• Oh, I don't doubt that one bit. I've seen more than my fair share of idiots on the road (here in Atlanta as well as when I used to live in South Florida). I'm inclined to agree that the reasons you stated above point to why flying cars just won't happen (outside of complete AI control) and that pilots will tend to avoid mediocre hybrids. I still want to buy a gyrocopter though. Commuting was going to be my ticket to justify it, but alas, it shall have to wait.
      • by SDF-7 (556604)

        You just don't want those danged Duke boys to keep going in the middle of that canyon jump, Sherrif Coltrane.

      • by cgenman (325138)

        Generally when you add a dimension, the likelyhood of intersecting lines goes down. Really the 3rd dimension should make everything easier and simpler, except for the fact that your 3 dimensions are Left, Right, and FALLING.

        Since we can build a flying network from the ground-up, we could define that all commuter fliers need to have HUDS delineating road boundaries, pointing out other fliers, and where autopilot is the norm. Add in decentralized navigation systems between fliers connecting intermittently w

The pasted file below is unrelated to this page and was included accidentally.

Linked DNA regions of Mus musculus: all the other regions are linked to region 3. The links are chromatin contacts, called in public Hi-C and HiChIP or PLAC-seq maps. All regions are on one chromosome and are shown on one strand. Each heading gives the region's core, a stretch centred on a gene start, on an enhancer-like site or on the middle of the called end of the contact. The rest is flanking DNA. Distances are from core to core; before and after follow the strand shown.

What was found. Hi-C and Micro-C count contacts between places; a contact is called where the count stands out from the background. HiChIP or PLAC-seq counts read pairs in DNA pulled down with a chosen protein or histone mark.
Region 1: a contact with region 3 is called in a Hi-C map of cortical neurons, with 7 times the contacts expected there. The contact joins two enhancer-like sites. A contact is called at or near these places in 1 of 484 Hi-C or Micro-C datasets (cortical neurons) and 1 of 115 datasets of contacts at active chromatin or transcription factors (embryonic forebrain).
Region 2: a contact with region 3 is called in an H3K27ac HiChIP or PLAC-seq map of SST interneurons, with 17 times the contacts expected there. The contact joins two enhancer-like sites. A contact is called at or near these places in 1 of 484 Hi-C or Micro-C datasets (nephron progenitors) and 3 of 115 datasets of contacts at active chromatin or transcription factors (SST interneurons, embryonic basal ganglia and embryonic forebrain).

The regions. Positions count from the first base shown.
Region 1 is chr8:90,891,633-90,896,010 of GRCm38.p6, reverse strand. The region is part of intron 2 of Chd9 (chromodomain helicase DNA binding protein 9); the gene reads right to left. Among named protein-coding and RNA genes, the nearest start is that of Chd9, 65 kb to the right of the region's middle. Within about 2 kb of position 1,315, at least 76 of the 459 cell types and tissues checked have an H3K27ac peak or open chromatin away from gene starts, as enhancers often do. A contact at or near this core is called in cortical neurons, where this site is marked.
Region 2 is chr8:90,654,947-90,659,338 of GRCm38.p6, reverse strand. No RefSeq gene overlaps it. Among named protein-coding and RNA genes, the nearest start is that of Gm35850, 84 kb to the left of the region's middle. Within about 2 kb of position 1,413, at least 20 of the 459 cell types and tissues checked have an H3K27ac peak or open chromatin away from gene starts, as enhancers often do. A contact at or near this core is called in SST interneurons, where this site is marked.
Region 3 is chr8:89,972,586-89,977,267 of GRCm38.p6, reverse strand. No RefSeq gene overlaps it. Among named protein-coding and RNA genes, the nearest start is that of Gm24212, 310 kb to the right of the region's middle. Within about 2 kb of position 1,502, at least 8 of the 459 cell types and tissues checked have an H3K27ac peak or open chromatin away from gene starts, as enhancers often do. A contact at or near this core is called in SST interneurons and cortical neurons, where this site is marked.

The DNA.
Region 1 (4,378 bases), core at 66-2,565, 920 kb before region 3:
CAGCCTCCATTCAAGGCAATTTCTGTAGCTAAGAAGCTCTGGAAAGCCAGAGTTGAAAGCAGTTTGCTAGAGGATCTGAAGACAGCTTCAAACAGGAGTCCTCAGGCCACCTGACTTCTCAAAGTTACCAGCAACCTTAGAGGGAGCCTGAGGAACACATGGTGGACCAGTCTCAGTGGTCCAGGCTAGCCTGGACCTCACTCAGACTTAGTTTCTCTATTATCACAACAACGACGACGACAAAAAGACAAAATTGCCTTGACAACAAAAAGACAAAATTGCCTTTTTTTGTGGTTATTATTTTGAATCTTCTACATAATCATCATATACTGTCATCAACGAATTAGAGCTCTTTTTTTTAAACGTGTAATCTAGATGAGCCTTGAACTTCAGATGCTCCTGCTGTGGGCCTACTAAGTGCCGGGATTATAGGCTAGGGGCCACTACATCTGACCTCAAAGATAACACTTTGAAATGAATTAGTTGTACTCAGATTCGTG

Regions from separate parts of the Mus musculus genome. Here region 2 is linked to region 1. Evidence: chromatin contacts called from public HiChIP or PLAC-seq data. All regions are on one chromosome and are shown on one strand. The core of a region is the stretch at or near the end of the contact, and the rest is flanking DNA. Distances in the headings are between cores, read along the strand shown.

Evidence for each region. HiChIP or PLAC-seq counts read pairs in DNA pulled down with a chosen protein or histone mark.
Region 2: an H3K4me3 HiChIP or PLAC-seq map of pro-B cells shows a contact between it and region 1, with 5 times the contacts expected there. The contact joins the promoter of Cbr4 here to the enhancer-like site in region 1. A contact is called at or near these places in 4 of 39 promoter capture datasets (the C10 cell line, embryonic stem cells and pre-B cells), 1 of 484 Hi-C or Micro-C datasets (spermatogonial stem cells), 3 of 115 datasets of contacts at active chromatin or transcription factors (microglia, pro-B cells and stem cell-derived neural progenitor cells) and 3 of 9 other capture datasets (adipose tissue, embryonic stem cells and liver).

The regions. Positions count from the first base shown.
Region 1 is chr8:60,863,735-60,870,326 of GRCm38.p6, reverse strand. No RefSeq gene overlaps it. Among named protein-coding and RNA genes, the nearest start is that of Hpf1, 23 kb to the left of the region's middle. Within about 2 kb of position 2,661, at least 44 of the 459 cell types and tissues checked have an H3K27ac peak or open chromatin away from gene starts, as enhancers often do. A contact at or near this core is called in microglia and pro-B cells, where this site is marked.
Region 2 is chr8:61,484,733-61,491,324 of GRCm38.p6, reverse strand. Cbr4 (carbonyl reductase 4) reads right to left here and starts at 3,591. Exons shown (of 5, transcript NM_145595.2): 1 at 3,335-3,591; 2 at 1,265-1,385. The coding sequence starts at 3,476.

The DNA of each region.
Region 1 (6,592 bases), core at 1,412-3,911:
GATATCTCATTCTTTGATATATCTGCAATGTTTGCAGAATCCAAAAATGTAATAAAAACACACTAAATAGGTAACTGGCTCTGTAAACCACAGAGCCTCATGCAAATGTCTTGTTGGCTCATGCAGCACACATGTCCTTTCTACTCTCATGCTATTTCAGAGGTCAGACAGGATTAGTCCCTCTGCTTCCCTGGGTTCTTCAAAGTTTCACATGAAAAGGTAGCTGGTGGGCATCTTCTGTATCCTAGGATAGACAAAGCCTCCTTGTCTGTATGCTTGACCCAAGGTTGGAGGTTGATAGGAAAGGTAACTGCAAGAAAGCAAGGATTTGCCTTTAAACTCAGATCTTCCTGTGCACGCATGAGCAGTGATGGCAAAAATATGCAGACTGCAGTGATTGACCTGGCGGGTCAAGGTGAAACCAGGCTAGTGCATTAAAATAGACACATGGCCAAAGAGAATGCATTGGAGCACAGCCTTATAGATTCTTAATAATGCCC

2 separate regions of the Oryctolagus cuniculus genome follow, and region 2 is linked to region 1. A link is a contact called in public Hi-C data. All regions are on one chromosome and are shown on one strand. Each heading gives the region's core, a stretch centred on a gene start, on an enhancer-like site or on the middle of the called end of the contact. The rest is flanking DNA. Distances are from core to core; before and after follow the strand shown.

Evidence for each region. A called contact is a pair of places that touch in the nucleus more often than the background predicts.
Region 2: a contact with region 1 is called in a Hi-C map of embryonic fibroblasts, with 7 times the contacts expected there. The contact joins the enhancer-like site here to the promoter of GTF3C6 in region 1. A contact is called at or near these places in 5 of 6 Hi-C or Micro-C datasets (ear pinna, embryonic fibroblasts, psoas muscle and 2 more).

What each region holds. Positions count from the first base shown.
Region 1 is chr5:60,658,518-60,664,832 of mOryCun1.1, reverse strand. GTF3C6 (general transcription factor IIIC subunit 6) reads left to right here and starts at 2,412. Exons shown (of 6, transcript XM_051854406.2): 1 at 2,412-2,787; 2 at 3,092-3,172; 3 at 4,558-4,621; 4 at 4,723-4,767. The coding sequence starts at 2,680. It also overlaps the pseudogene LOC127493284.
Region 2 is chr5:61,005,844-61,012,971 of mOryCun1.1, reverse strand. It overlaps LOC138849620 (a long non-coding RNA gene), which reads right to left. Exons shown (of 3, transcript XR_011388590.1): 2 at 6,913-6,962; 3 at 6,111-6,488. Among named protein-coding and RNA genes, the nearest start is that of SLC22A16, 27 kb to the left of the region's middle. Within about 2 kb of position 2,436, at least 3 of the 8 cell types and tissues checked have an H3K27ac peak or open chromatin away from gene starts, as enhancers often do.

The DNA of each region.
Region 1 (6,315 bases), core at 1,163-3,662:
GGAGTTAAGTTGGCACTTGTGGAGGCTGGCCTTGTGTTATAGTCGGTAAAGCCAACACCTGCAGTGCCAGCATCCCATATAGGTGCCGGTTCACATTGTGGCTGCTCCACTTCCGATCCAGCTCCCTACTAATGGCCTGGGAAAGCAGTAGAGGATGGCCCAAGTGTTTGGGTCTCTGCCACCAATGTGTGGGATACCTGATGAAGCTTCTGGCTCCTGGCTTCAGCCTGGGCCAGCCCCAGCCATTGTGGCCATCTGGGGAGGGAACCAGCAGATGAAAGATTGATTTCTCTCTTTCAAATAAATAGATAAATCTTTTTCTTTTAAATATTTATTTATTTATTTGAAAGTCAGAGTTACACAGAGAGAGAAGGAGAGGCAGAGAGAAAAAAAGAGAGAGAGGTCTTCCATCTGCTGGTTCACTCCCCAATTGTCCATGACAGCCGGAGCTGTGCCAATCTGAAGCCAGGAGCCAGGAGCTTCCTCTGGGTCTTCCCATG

• Would they consider a Hoverbike, perhaps? http://www.hover-bike.com/index.html [hover-bike.com]
  • to comply with DOT regulations at the same time as Federal Aviation Administration rules would be prohibitively expensive

    That is why you won't have a flying car by 2015.

    • by bhtooefr (649901)

      See, what they're doing instead is getting the FAA and DOT to compromise.

      Of course, another way to go would be to not make a flying [b]car[/b], but rather a flying motorcycle of sorts - three wheels, and there's a hell of a lot less DOT regulations to deal with. And then, rather than go for a light sport aircraft, go for a normal airplane - that restricts who can fly it to a smaller set, but makes for a far, far better combination vehicle.

  • by Anonymous Coward

    This will never work.

    No-one will submit to being groped by the TSA and have to take their shoes off before getting in their car to go to work each morning.

    • by wjsteele (255130)
      Since when does a General Aviation pilot get searched?

      Bill
      • by ballpoint (192660)

        That sometimes happens when you takeoff from a larger airport. You walk to your aircraft in the hangar and drop off your stuff, and then you must go to and pass security (not collecting $200) to get back to your aircraft. Bizarre.

  • The average driver will never see this on the road. It's a rich person's toy.
  • I like driving cars and flying airplanes. I don't want this vehicle...it's definitely not going to drive as well of a good car, doesn't have the useful load of even a Cessna 172, and leaves me asking, "what problem does this really solve?" it's not like you're going to be able to take off from freeways. So you drive to the airport, and take off there. Just like you do today...